One signaling cascade activated by ethanol and angiotensin is activation of mitogen-activated protein kinases (MAPKs) including ERK1/2. The activation of RAS and cardiac injury caused by chronic ethanol were associated with activation of ERK1/2 in cardiac tissues, and both activation of RAS and activation of ERK1/2 were reduced by inhibition of ERK1/2 signaling through administration of MEK inhibitor PD98059 [120]. In this regard, it is interesting to note that ethanol potentiates ERK1/2 activation induced by angiotensin in hepatocytes [122]. Ang II inhibited INS-induced glucose uptake in vascular smooth muscle cells in an ERK1/2-dependent manner, and increased Ser307 phosphorylation of IRS-1 was also inhibited by MEK inhibitor PD98059 [123]. Ang II causes INS resistance in cardiomyocytes which is sensitive to ERK1/2 inhibition [124]. In this regard, the role of mir-212 is noteworthy. Mir-212 has been shown to be upregulated by ethanol in intestinal cells [115] and Ang II in cardiac fibroblasts, which is associated with activation of ERK1/2 pathway [125]. Chronic ethanol ingestion also caused increased cardiac phosphorylation of CREB [126]. The significance of CREB phosphorylation emerges from a study reporting regulation of mir-212 in a CREB-dependent manner involving ERK1/2 activation [127]. Acetaldehyde causes activation of MAPKs including ERK1/2 in fetal human cardiac myocytes and ALDH2 transgene attenuated acetaldehyde-induced activation of phosphorylation of ERK1/2 and SAP/JNK [128]. Moreover, regulation of human microRNA-generating complex by MAPK/ERK pathway has also been reported [129]. These findings suggest possible interactions between alcohol and angiotensin on MAPK signaling and INS signaling through modulation of microRNA pathway in alcoholic cardiomyopathy.

Collectively, chronic alcohol consumption superimposed on overnutrition-mediated cardiac pathology can putatively induce the following signaling mechanisms: (1) inhibition of mTORC1 and attenuation of protective compensatory mechanisms; (2) inhibition of INS metabolic signaling via downregulation of INS receptor, IRS-1, GLUT4; (3) downregulation of growth inhibitory mir-200 family microRNAs and (4) upregulation of mir-212 (Figure 4).

It is suggested that mTOR inhibits autophagy in myocardium, and this inhibition of autophagy by mTOR can result in accumulation of abnormal proteins that lead to enhanced endoplasmic reticulum stress, apoptosis, and cardiac dysfunction [130, 131]. Inhibition of mTOR by Everolimus (Rapamycin) seems to accentuate autophagy and improve cardiac function [130132]. In this context, a recent study that demonstrates alcohol-induced autophagy in myocardium [133] is particularly noteworthy. This study shows that chronic alcohol treatment-induced cardiac dysfunction is associated with attenuation of mTOR stimulatory phosphorylation and induction of autophagy in mice; however, ALDH2 overexpressing mice were protected from these effects. Interestingly, ALDH2-mediated protection of heart in this model of chronic alcoholism seems to be mediated through Akt-mTOR-STAT3 (Signal Transducer and Activator of Transcription 3) signaling [133]. These data further support the notion that mTOR activation is cardio-protective [133, 134]. They also highlight the need for a cautious approach towards treatments involving ablation of mTOR-signaling in heart since enhanced autophagy can also deteriorate heart condition.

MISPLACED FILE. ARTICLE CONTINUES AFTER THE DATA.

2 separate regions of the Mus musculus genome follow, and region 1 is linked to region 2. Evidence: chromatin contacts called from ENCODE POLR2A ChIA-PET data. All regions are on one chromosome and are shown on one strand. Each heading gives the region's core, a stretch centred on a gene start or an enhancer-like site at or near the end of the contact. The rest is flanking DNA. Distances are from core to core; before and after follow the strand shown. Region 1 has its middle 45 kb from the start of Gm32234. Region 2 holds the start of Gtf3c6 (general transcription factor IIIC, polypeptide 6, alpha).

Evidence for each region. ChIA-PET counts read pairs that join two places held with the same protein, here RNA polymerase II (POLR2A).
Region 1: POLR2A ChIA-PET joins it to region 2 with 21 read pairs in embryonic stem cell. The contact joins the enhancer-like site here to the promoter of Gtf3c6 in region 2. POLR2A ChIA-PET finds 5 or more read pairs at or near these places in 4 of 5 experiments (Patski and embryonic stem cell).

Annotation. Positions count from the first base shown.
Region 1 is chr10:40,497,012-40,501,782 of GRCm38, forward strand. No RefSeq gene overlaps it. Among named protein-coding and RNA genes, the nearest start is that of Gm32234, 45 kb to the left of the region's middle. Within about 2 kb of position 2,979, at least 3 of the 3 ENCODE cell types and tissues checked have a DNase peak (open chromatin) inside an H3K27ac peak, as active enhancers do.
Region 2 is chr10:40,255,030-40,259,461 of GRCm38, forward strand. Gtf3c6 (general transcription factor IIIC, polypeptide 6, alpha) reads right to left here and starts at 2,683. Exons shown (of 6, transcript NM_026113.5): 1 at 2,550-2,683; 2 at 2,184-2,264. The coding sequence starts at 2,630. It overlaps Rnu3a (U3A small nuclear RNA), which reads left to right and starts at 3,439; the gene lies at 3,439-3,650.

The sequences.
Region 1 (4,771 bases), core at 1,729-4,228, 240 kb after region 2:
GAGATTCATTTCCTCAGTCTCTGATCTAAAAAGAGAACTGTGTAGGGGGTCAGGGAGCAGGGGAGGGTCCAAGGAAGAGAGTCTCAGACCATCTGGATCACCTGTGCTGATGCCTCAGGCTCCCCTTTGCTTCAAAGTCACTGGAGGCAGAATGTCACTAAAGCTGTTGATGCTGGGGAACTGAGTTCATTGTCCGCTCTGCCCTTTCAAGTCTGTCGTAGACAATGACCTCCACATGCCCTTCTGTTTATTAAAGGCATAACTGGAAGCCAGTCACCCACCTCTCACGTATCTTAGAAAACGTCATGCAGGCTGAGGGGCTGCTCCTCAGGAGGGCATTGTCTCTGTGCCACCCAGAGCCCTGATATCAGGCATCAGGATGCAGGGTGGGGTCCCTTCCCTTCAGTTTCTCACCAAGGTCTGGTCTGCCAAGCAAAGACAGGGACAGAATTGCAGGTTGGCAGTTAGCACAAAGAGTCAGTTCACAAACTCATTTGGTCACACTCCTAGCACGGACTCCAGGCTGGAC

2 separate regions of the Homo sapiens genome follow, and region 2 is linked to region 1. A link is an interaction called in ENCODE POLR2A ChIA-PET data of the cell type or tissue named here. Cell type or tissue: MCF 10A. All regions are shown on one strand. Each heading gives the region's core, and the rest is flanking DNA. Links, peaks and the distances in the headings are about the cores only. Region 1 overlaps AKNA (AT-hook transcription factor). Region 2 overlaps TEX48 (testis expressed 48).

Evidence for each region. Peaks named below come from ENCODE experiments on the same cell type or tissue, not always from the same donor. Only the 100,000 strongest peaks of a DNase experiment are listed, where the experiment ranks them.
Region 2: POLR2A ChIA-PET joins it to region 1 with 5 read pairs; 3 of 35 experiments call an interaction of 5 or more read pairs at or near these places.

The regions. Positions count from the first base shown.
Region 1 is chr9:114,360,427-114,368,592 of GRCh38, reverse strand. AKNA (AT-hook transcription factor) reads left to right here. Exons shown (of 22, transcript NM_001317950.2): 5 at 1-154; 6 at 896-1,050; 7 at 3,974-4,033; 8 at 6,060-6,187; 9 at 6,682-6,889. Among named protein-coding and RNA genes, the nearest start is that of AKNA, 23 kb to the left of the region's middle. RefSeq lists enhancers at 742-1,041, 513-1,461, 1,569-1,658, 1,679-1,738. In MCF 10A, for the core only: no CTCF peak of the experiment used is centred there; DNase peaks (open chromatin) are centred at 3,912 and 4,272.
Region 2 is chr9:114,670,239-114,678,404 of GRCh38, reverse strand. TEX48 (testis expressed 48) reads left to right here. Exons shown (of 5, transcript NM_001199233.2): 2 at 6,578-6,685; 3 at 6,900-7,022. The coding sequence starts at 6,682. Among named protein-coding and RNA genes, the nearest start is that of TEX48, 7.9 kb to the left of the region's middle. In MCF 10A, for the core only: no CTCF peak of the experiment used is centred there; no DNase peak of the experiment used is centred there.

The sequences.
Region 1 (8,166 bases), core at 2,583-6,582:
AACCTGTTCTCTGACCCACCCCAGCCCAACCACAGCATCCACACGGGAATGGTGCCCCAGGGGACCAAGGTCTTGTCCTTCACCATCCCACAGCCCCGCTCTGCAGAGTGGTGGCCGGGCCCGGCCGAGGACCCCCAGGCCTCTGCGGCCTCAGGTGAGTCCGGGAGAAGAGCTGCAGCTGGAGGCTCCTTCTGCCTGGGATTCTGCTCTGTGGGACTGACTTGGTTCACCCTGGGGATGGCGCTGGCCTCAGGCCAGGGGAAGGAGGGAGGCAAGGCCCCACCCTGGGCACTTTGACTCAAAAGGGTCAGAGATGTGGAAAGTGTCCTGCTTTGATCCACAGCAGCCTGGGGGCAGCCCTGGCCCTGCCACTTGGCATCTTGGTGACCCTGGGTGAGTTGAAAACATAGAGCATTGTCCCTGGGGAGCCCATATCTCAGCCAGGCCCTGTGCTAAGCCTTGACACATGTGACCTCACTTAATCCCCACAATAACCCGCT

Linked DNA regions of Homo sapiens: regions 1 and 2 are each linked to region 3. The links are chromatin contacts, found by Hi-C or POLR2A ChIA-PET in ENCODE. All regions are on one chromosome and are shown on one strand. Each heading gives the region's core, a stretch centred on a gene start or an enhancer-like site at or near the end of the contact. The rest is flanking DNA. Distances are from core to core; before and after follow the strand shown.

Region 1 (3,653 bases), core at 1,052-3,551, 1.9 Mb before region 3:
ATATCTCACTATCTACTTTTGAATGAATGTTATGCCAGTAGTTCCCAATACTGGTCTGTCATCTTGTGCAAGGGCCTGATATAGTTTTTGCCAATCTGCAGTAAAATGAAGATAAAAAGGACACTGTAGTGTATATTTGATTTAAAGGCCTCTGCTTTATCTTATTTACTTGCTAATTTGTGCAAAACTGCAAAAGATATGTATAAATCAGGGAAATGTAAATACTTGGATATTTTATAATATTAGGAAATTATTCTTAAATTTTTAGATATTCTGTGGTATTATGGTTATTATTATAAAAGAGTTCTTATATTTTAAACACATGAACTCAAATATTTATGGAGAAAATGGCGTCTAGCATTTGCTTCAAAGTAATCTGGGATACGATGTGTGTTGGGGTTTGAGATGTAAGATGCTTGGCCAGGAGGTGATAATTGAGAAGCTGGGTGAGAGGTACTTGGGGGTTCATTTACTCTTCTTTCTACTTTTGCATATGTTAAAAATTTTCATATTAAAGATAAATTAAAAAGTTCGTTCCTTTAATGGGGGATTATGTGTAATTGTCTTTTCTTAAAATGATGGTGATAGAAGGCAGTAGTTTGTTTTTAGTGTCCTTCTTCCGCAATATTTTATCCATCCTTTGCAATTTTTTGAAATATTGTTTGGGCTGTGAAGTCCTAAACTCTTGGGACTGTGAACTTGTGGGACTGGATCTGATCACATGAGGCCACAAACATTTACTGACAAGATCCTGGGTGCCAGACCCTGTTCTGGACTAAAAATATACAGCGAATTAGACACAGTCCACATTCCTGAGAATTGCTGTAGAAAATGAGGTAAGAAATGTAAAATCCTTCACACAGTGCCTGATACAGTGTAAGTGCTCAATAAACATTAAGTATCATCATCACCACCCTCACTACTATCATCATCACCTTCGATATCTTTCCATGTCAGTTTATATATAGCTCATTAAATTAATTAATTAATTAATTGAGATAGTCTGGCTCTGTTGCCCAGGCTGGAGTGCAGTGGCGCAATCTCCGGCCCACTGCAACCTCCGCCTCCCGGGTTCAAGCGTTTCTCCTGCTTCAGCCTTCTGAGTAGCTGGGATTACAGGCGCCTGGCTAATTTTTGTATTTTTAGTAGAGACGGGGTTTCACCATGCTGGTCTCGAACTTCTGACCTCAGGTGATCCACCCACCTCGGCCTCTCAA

However, chronic alcohol intake also suppresses AMP kinase (AMPK) phosphorylation in myocardium [133]. Accumulating evidence suggests that AMPK is involved in GLUT4 translocation and glucose uptake [135137]. Thus, inhibiting AMPK activation is an additional mechanism by which alcohol can dampen insulin metabolic signaling (Figure 4). Indeed, it is reported that in rats subjected to chronic alcohol consumption, the expression of AMPKalpha, and myocyte enhancer factor 2 (MEF2) is significantly reduced and this reduction is associated with GLUT4 decline [138].

5. Perspectives

In conditions of chronic alcohol intake and overnutrition, the potential compensatory mechanisms activated during overnutrition-related insulin resistance alone are overridden by alcohol-induced detrimental signaling (Figure 4). Moreover, since both overnutrition and alcohol activate RAS, and alcohol dampens insulin-signaling, insulin resistance is further exacerbated in cardiac tissue (Figure 4). In such conditions, upregulation of mir-212 by both alcohol and Ang II can lead to activation of fetal gene program and heart failure. Thus mir-212 can be a potential therapeutic target to protect the heart in conditions of overnutrition and chronic alcoholism. Recent advances in microRNA therapeutics are directed to develop effective strategies to block inappropriate expression of individual miRNAS that contribute to diseases [139141]. In this context, the fact that miRNAs target multiple, functionally related genes (versus single genes), renders them powerful therapeutic tools. Antisense oligomers are known to work successfully in mammals [142144]. A number of gene delivery systems have been developed to micromanage miRNAs by expressing such antisense oligonucleotides which include plasmids, and vectors based on adenoviruses, retroviruses, and lentiviruses. Cholesterol-conjugated antagomirs also provide an effective way to inhibit the activity of an miRNA. For example, the mir-21 antagomir/eraser is shown to be effective in alleviating cardiac fibrosis and hypertrophy since it derepresses the expression of mir-21target SPRY1 and increases myofibroblast apoptosis [144146]. Therapeutic delivery of miRNAs can also be a very powerful strategy to regulate multiple genes at the same time. For example, therapeutic delivery of mir-200c is shown to ameliorate renal tubulointerstitial fibrosis [147]. However, a better understanding of the factors that regulate the rate and order of miRNA-mediated silencing of gene expression, colocalization of mRNA and miRNA, and miRNA turnover is crucial for optimizing the techniques for micromanipulating miRNAs as therapeutic targets.